“I have prepared everything for you, my love! All is ready: our home, the wedding feast, even your bridal gown and it’s all fit for a queen!” Excitement hung on his every word. “Our wedding day nears! Oh, my beloved, come away with me!”
The maiden beamed her consent. “Yes! Oh, yes, my beloved!”
Gloriously, they rode off together. Together they would be forever. The bride-to-be was so enraptured, her only thought was of him, her carpenter, her bridge-builder, her beloved, her everything! She envisioned them dancing endlessly in each other’s embrace, gliding across space so attuned to one another that their steps and strides flowed together as one. He was all that mattered to her. Not a thought was wasted on what she had left behind. He was her heart’s desire and they would never more be parted!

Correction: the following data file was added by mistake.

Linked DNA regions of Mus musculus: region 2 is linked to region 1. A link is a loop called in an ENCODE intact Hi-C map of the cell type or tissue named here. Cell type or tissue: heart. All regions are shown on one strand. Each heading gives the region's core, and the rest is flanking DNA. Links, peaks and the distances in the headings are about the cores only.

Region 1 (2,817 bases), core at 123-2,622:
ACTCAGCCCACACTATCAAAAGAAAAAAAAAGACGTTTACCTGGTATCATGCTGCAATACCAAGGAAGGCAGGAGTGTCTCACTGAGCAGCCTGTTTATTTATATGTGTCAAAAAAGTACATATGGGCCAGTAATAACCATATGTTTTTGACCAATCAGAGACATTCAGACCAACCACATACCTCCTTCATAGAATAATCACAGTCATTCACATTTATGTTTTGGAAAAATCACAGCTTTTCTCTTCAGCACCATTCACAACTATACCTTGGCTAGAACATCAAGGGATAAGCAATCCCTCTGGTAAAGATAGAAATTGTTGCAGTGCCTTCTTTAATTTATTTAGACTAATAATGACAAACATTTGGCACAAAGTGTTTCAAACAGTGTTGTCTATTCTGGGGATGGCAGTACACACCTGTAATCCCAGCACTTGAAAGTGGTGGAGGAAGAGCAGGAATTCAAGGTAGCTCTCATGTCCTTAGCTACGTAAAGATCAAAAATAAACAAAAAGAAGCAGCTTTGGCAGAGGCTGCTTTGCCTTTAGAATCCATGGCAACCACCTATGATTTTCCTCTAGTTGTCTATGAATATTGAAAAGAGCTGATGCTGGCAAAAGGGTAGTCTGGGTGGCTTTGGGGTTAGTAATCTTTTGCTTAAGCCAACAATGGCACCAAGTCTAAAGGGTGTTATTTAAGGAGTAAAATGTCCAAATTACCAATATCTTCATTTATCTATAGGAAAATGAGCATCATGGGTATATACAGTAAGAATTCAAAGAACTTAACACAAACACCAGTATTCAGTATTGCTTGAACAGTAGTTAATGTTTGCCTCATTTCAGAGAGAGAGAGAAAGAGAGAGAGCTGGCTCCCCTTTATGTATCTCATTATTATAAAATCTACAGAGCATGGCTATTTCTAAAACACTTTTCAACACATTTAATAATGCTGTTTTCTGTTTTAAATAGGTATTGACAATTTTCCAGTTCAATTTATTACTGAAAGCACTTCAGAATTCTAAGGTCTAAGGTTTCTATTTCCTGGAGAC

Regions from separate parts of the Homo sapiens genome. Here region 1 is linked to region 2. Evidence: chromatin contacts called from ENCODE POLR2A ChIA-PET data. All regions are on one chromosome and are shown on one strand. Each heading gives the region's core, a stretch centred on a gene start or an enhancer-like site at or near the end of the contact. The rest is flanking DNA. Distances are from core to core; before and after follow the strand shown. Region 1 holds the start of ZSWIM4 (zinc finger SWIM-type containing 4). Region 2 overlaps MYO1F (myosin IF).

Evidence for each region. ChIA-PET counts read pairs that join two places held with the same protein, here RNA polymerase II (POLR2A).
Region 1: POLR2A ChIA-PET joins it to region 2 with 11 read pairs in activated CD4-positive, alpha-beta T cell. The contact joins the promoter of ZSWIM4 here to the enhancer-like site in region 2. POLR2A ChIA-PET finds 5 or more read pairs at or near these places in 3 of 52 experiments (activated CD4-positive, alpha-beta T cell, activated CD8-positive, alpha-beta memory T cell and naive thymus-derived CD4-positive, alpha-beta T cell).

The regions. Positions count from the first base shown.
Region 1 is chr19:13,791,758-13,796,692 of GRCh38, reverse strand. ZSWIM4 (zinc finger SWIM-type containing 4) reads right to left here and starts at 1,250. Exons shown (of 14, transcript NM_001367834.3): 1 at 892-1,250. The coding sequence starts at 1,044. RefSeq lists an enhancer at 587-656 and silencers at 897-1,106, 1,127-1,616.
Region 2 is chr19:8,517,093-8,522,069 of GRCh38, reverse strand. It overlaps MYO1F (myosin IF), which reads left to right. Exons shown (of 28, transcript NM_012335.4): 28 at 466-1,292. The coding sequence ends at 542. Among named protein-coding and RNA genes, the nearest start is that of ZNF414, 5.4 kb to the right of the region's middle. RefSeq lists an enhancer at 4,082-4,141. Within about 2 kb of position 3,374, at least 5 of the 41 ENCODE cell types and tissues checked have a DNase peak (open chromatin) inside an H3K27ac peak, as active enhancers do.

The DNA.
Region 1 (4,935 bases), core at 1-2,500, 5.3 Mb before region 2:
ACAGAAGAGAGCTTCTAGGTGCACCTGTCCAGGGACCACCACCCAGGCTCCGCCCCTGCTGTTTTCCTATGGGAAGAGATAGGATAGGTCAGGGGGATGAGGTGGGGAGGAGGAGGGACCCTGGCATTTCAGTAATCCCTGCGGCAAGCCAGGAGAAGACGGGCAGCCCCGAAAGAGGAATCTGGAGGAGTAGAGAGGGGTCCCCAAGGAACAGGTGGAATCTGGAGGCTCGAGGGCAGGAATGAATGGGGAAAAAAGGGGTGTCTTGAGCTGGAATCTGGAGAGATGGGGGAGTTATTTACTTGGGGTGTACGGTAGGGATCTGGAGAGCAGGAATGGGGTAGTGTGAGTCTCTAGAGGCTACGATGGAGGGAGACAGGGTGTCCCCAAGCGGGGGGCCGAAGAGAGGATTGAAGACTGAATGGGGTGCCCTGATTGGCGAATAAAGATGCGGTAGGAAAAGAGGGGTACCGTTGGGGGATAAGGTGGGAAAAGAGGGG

And for the carpenter, his dream of true love was realized at long last. He had sacrificed everything for his beloved, some of which she had not yet an understanding. But she was worth any sacrifice for he cherished her above all. He now embraced her. His whole delight was in her. He whispered in her ear her name, a name that expressed that sheer delight. He whispered ever so fondly, “You, you are my delight, my sweetest Hephzibah*”.
Here their story does not end for they truly lived joyously ever after.
*Isaiah 62:4; means “my delight is in her”
Truth: Jesus Christ will come back for His Bride. Will you be His?
(c) 1995 HIM/CAVenable